When it comes to its treatment of the English language, it’s hard to do worse than Yahoo! Shine. In just seven words the writer manages to omit two words and misspell one:
Yahoo! News is the armpit of online media. That’s not a compliment. It’s just a reaction I had to this made-up word that appears in a very large headline on the site:
Residents of New Jersey are New Jerseyans or New Jerseyites.
So, OK, the writer made up a word. Is that worse than making up rules for the use of the comma, and randomly sprinkling that punctuation in a sentence?
Probably not. It’s not worse than this:
If you’re trying to be sarcastic, you have to be scrupulous in your use of language; otherwise, readers will think your sarcasm is just one more careless or ignorant mistake. This attempt at sarcasm fails because the writer doesn’t know the difference between it’s (for “it is” or “it has”) and the possessive its. If the writer had mentioned that the state is famous for its even-keeled, milquetoast residents, then it might have been seen as an attempt at humor.
It’s hard not to cringe when you read something as poorly written as this article on Yahoo! Shine. From the typos and the writer’s imaginative spelling of Rutgers, it has a lot to offer the discerning reader:
She writes about an author whose most recent book is “The Essentials of Business Etiquette: How to Greet, Eat, and Tweet…” using who’s (which means “who is” or “who has”) and getting the title wrong:
I’d tell the writer to learn to proofread, or if you don’t have time, get someone to do it for you. It would be helpful to you for your career:
It’s time she learn the difference between a possessive pronoun (like its) and a contraction (like it’s):
If she learned to proofread, she could send an email and post something on a social media site without typos and missing words:
She might also learn to check her articles after they’ve been published to ensure she hasn’t omitted vital information, like the text of a tweet:
If only there were a way for writers to see the exact spelling of a product they’re writing about. Something like oh, maybe a picture of the product. If the writer for Yahoo! Shine had a picture, perhaps she could see how to spell Sandler and Watercolour:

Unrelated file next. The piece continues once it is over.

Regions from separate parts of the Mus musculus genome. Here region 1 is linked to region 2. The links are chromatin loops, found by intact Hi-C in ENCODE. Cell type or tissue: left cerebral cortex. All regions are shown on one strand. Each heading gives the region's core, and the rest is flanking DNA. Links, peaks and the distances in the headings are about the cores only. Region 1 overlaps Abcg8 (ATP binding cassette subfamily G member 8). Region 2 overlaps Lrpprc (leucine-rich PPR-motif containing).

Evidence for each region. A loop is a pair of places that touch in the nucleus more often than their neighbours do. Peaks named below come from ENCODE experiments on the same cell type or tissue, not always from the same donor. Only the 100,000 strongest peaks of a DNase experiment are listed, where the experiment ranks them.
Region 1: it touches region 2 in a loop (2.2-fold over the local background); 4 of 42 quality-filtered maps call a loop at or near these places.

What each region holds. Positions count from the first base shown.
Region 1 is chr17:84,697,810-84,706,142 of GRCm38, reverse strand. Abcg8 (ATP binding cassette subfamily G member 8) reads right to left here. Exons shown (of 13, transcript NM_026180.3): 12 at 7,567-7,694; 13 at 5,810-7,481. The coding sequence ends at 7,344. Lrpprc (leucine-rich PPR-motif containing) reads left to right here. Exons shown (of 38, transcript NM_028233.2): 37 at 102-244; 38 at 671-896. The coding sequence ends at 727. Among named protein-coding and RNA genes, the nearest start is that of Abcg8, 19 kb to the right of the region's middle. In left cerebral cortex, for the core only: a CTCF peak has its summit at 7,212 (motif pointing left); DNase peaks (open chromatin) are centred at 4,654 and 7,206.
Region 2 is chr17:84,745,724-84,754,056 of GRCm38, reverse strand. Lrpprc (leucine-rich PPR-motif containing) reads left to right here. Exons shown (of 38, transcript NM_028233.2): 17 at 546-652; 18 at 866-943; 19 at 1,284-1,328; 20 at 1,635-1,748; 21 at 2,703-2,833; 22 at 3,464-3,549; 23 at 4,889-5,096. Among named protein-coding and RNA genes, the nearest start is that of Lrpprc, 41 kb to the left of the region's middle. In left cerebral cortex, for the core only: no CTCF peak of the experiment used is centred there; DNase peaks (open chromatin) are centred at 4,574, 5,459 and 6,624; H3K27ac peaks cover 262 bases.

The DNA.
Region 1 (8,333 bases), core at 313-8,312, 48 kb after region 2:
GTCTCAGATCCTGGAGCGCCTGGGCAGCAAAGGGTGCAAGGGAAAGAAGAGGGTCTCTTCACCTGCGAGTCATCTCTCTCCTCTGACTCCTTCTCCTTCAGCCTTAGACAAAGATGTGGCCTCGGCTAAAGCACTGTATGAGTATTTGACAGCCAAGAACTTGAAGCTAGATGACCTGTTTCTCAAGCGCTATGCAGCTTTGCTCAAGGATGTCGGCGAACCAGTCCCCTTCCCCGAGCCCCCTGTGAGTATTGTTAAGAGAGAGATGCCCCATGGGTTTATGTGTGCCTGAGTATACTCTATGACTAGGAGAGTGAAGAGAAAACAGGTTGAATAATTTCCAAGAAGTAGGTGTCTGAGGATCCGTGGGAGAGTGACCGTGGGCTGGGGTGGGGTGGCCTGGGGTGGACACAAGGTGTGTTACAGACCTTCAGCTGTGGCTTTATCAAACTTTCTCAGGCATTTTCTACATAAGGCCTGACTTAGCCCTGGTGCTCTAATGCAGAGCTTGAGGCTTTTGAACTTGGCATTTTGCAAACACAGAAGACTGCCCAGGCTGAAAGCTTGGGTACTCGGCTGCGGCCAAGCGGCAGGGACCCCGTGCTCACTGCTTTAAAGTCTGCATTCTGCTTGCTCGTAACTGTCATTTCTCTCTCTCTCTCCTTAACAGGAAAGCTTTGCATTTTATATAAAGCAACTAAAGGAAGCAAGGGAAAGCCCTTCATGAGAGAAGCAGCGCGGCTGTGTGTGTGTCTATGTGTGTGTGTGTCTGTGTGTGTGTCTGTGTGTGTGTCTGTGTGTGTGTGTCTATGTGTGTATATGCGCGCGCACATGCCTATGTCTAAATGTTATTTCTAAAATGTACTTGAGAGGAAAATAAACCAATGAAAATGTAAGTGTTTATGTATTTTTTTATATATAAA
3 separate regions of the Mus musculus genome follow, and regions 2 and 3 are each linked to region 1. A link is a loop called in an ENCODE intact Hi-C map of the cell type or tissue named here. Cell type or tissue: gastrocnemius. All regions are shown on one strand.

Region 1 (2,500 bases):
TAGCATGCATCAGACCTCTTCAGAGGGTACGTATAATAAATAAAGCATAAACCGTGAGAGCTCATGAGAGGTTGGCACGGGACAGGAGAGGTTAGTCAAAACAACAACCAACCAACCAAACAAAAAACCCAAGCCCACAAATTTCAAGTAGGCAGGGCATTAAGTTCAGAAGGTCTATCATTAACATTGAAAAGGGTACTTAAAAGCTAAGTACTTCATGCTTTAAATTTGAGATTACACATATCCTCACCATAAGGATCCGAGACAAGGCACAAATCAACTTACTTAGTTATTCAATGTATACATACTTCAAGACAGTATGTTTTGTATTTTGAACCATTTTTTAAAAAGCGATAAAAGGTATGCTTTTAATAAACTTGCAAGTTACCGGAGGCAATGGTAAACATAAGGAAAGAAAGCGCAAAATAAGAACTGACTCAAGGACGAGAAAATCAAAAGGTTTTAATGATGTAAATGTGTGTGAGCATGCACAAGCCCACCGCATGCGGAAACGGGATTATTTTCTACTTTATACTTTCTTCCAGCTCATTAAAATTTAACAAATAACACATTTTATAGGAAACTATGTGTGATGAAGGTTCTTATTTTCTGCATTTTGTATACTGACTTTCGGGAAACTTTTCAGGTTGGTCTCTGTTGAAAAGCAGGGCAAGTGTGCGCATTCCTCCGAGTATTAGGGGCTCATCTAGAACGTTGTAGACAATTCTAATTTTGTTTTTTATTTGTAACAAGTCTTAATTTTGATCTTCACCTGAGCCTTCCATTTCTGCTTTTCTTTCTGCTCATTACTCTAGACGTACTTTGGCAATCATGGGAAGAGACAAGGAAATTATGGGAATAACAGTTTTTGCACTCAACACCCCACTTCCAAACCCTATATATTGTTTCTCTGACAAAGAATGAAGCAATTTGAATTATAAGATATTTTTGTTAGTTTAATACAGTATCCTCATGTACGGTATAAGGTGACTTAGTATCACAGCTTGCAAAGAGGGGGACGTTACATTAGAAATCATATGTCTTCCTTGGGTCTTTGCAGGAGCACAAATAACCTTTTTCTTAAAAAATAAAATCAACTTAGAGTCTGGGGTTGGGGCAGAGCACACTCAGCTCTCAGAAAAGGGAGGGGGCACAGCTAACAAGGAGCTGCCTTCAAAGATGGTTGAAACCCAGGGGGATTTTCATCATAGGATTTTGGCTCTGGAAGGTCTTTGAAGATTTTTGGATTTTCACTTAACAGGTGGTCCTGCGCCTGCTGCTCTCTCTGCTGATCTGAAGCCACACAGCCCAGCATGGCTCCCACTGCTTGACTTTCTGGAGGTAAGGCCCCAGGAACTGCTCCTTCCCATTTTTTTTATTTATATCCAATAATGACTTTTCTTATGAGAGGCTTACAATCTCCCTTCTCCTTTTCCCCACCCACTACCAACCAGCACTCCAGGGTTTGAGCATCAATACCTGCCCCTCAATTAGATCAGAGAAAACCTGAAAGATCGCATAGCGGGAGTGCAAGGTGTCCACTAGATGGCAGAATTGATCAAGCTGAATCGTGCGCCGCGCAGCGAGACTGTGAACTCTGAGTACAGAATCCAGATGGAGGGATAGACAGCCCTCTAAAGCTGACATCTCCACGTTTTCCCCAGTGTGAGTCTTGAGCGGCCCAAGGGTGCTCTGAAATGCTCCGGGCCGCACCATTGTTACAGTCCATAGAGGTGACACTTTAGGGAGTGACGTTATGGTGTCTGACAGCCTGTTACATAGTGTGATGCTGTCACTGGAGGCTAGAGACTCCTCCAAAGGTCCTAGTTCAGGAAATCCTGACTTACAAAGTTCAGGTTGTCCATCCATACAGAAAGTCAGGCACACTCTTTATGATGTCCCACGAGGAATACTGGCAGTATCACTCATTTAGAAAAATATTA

Oopsie. There’s a picture, but she still got the product name wrong. Maybe that’s just an anomaly.
Except that it’s not. Here she manages to miss O2M, too. And not content with messin’ with the product name, she messes with punctuation (with an extraneous period and mysterious comma), grammar (it’s should be its), and spelling of techie (she makes up her own spelling because the one in dictionaries is just too ordinary, and she needs to flex her creative muscle):
I thought there was an actual photo of a product by Ginvera, but noooo. I am wrong. It is a pgoto of something from Ginevra:
If only this writer could actually copy words that are right in front of her, perhaps we might be willing to overlook her other literary shortcomings.
Can oxygen deprivation cause grammatical errors? That’s the question on my mind when I read this excerpt from Yahoo! Shine:
There has to be some explanation for that quotation mark without a match. Some reason the writer thinks the possessive of company is companies. (It’s not; it’s company’s.) Some rationale for using the contraction it’s (which means “it is” or “it has”) instead of the correct its. Some clarification for the missing is in what should be “is loaded.” Some justification for not using a spell-checker to catch the obviously misspelled vitamins.
I can’t think of any reason for these gaffes. Can you?
It’s clear that the folks at Yahoo! can’t agree on a lot of things, like is it Batkid or BatKid? They can’t decide if it’s healthcare or health care. And don’t get me started on the whole website, Web site, or web site mess.
Here’s one of the latest inconsistencies from Yahoo!. What’s different is that all the variations of the company called KlearGear.com are made by the same Yahoo! News writer:
Oh, and let’s not overlook this writer’s ignorance of the difference between it’s (which means it is or it has) and its (which is a possessive pronoun).
If you’re going to make a mistake, you probably don’t want to do it on a page as popular as the home page of Yahoo! Sports. It’s a bad place to use the contraction it’s when you should be using the possessive pronoun its:
The writer for Yahoo! Sports‘ “Prep Rally” shows what it’s like to be so grammatically impaired that you don’t know a possessive pronoun (like its) from a contraction (like it’s):
It’s probably the most common homophonic mistake on Yahoo!. And today it’s on the Yahoo! front page:
I can’t believe that this is anything other than the result of carelessness or a brain fart. Surely professional writers know that the contraction for it is is it’s.
It’s one of the most common errors made by Yahoo! staffers. This time it appears on Yahoo! News‘ “Who Knew?”:
I really can’t believe that folks who write for a living don’t know that it’s means it is or it has. I prefer to believe this is just a careless mistake — one that should have been caught by the writer or proofreader.